By Ashley Lodato

Two degrees of separation in the Methow Valley strikes again! It’s not just Carolyn Sullivan who has a direct connection to Judy Collins. Twisp resident Jim Brennan knew Judy long before Carolyn had even heard of her, and before Judy Collins became Judy Collins as we know her.

Born in Seattle, Judy Collins moved to Denver with her family at age 10, just as young Jim Brennan was learning to crawl. Jim isn’t positive how the Brennans knew the Collins family, but he suspects that Judy’s father — a blind musician-piano-tuner-radio-show-host — tuned the Brennans’ piano, and as Judy became a babysitting-age teen, the Brennans enlisted her to take care of Jim and his younger brother on occasion.

“This was long before Judy picked up a guitar,” says Jim, “and I have vivid memories of her playing piano for my brother and me.” Jim assures me that he and his brother were model children for Judy. “We were pretty respectful,” he says, “I think we were just enthralled by the beautiful young woman playing piano in our living room.”

Judy was a “bobby-soxer at Denver’s East High School,” says Jim, and became enamored with folk music. Denver at that time was a burgeoning hub for folk music — supported by the Denver Folklore Center — and when Judy heard the song “The Gypsy Rover” on the radio, she immediately took her baby-sitting money and marched right down to Wells Music (where Jim would later buy his guitar strings) to purchase the vinyl record that would shape the trajectory of her musical life.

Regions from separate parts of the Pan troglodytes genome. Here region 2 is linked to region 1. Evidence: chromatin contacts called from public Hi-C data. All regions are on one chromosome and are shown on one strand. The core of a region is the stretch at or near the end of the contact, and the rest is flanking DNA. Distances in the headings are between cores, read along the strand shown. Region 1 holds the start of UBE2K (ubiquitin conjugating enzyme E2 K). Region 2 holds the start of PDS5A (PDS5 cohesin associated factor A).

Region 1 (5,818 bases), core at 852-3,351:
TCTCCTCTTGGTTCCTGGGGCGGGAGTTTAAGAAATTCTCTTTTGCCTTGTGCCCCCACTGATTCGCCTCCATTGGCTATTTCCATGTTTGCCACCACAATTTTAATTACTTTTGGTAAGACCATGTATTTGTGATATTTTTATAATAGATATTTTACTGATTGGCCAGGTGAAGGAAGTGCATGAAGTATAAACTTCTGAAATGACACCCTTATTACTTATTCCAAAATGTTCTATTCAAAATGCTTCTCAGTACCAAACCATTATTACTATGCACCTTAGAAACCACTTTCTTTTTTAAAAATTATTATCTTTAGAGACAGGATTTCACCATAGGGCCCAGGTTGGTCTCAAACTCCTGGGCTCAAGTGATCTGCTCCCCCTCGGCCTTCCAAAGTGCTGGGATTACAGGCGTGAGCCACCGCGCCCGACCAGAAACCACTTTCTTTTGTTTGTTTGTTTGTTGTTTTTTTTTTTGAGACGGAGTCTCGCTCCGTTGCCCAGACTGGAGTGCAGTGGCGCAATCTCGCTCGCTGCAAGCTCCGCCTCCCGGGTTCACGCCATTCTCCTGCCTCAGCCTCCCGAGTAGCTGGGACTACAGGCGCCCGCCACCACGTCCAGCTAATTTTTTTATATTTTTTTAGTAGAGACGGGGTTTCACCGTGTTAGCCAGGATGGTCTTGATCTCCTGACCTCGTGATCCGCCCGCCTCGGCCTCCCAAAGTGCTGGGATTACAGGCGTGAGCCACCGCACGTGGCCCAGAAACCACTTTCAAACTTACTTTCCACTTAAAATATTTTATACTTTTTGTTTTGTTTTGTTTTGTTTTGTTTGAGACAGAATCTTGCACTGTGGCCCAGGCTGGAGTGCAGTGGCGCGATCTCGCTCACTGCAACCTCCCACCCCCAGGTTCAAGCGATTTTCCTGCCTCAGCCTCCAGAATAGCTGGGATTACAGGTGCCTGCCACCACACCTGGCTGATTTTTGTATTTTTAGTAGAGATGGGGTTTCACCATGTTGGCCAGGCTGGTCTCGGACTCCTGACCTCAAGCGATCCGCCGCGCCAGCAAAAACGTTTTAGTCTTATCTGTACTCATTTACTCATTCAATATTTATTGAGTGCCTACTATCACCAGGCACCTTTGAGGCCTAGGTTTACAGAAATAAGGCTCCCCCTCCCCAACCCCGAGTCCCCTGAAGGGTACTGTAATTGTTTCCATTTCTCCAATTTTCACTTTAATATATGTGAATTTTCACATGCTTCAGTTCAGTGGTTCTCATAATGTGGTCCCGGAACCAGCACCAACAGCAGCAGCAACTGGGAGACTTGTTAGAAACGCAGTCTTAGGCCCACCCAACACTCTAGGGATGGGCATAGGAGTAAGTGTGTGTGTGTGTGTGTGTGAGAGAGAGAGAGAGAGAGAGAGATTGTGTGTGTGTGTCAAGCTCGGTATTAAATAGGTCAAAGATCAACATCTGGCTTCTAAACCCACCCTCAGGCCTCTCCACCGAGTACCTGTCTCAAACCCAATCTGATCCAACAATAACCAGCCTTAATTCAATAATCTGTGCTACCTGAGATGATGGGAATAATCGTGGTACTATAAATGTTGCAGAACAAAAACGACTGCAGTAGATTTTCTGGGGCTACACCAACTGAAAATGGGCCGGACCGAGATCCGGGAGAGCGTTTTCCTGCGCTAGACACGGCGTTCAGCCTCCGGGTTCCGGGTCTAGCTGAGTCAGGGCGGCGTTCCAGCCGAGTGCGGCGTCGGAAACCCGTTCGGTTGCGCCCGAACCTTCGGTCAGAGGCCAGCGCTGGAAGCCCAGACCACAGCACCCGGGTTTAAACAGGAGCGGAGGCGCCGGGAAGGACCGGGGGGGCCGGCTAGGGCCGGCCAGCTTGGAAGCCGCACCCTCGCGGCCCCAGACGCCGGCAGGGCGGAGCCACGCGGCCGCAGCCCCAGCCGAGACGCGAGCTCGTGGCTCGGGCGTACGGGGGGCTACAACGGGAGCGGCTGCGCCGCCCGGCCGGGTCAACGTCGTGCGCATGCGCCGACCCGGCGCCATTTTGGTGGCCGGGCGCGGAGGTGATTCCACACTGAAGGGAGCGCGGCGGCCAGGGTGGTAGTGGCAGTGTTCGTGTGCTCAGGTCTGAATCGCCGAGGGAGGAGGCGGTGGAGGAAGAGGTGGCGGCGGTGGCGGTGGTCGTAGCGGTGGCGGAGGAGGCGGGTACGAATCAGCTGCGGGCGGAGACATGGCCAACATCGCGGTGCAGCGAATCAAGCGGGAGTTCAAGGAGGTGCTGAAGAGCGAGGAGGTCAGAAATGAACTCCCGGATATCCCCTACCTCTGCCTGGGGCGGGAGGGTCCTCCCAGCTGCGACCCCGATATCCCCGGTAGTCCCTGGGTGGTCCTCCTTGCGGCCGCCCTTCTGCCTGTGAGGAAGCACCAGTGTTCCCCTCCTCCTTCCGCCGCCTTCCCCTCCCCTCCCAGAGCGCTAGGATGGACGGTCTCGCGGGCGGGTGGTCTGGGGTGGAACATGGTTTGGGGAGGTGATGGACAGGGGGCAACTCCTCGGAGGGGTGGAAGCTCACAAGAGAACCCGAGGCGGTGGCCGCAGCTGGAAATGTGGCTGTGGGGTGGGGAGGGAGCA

Although Jim hasn’t kept in touch with Judy, he owns a signed copy of Judy’s memoir, “Sweet Judy Blue Eyes” (a nod to the Stephen Stills composition written for her called “Suite: Judy Blue Eyes”) and from it learned that Judy has faced perhaps more than her fair share of hardship in her life: bulimia, depression, alcoholism, the suicide of her son.

“She’s had a rugged life,” Jim says. “And yet she’s this extraordinary and talented musician. Her life has spanned so many different kinds of music. She was trained as a classical pianist before she was swept away by the folk scene.”

Jim says that Judy, Stephen Stills and others of that era “loom large in my musical universe.” Jim took his family to see Judy perform in Bellingham at the Mount Baker Theater many years ago, and says that his 33-year-old son, Ryan, is “really tied into folk music, into the pure timelessness of that music.”

“That Judy is still performing is quite impressive,” says Jim. “She’s a true icon of American folk and popular music.”

PREVIOUSLY, IN WINTHROP

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